Registration Dossier

Diss Factsheets

Ecotoxicological information

Toxicity to terrestrial arthropods

Currently viewing:

Administrative data

Link to relevant study record(s)

Description of key information

No experimental data available. Considering all relevant information available, toxicity to terrestrial arthropods is not expected.

Key value for chemical safety assessment

Additional information

In accordance with Regulation (EC) No. 1907/2006, Annex X, Column 2, 9.4 further studies on the effects on terrestrial organisms do not have to be conducted since the chemical safety assessment indicates that there is no need. The terrestrial toxicity of Fatty acids, C8-10, octyl esters has been assessed on the basis of experimental toxicity data for earthworm Eisenia fetida tested with isopropyl myristate (CAS 110-27-0). No mortality was observed during the 14-day exposure period at the test concentration of 20,000 mg/kg. Additionally, data is available on tests with terrestrial plants for the substance Fatty acids, C16-18 and C18-unsaturated, 2-ethylhexyl esters (CAS 85049-37-2). The 21-day NOEC value was 100 mg/kg for all plants tested, and EC50 values between 390 and 600 mg/kg are reported.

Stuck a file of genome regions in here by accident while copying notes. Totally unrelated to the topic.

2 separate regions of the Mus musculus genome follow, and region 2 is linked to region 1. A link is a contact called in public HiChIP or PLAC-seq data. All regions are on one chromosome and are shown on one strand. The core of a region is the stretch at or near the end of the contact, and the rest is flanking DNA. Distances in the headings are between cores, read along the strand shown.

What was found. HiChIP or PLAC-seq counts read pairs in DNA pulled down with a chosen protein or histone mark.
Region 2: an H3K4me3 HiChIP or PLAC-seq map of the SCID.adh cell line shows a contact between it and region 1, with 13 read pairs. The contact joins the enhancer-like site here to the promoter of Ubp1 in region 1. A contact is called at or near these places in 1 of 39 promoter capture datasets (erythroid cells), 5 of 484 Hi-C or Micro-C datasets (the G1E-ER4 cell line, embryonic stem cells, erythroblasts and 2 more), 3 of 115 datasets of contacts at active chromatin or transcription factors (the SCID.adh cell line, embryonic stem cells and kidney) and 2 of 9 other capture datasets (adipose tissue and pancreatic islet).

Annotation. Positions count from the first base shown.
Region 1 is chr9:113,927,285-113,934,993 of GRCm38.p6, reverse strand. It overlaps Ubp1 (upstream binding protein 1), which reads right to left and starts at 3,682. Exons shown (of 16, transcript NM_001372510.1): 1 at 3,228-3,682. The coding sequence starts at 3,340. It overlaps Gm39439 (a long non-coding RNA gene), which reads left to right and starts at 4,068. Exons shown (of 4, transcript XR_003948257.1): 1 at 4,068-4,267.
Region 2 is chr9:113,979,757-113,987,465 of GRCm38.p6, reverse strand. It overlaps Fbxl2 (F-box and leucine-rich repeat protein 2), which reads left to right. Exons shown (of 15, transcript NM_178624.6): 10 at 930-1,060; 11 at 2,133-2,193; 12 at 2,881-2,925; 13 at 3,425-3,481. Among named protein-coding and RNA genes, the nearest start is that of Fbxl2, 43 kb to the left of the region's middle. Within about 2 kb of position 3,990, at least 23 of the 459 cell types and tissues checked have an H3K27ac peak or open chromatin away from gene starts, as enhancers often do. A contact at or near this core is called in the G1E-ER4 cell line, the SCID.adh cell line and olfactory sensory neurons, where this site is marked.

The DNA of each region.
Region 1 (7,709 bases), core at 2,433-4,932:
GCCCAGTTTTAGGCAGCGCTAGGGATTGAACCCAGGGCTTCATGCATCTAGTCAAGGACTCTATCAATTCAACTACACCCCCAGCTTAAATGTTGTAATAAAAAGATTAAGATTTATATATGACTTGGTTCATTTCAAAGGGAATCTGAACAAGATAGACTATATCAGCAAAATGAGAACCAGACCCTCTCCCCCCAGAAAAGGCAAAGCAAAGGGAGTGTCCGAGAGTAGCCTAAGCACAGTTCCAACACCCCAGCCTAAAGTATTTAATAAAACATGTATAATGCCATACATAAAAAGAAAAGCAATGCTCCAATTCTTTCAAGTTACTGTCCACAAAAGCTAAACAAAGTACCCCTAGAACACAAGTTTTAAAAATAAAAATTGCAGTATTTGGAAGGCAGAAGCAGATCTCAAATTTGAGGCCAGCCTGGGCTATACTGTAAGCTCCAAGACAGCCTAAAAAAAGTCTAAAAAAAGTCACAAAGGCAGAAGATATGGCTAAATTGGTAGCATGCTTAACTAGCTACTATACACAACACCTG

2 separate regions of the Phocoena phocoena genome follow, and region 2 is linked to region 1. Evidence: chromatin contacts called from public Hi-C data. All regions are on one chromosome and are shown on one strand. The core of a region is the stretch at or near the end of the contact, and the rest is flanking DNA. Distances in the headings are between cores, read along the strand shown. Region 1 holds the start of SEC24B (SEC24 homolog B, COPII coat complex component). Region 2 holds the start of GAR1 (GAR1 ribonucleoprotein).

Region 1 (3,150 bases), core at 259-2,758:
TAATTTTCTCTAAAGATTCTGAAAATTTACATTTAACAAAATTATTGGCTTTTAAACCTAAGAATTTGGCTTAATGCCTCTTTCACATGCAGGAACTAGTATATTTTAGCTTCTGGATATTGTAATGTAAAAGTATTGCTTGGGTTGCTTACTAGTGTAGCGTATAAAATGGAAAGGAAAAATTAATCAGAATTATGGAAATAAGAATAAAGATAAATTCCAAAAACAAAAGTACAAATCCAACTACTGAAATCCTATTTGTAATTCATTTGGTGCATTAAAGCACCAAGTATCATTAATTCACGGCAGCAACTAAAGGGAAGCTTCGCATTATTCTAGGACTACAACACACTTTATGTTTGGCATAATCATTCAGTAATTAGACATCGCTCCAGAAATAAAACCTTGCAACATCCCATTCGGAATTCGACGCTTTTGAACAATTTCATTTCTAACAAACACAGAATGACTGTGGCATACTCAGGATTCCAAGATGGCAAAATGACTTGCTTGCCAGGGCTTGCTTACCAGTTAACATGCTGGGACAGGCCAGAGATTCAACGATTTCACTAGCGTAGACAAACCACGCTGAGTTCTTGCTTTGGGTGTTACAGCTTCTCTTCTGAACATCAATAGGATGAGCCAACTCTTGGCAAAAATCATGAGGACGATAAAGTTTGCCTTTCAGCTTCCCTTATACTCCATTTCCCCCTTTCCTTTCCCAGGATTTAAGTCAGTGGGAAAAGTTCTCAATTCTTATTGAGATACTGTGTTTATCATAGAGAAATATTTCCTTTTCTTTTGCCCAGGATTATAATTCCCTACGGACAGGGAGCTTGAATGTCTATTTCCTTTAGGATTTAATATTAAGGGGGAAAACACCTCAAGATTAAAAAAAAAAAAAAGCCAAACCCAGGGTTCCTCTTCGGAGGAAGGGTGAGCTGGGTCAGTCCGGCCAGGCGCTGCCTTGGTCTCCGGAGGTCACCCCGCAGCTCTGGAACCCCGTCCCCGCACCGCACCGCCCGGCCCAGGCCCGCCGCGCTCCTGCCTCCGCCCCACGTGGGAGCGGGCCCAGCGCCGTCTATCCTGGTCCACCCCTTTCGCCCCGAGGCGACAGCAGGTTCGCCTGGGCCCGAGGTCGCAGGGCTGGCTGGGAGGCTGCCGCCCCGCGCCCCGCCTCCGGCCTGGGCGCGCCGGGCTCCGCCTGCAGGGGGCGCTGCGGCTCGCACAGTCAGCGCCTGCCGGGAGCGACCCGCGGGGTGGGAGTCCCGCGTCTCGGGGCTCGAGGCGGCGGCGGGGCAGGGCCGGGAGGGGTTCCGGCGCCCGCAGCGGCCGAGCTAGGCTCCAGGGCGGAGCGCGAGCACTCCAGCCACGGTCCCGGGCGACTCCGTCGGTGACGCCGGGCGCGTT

Based on the available data, the terrestrial toxicity of Fatty acids, C8-10, octyl esters is considered to be very low. Additionally, the substance is not expected to remain in the terrestrial environment, due to ready biodegradation. Bioaccumulation is not likely due to rapid metabolism. Esters of primary alcohols, containing from 1 to 18 carbon atoms, with fatty acids, containing from 2 to 18 carbon atoms, are hydrolysed by pancreatic lipases. Measured rates of enzyme catalysed hydrolysis varied between 2 and 5 µeq/min/mg enzyme for the different chain lengths (Mattson and Volpenhein, 1969). The resulting free fatty acids and alcohols are absorbed from the intestine into the blood stream. Fatty acids are either metabolised via the beta-oxidation pathway in order to generate energy for the cell or reconstituted into glyceride esters and stored in the fat depots in the body (Berg et al. 2002). The alcohols are metabolised primarily in the liver through a series of oxidative steps, finally yielding carbon dioxide.

Based on this information, toxicity to terrestrial arthropods is not expected to be of concern, and consequently, no further testing is required.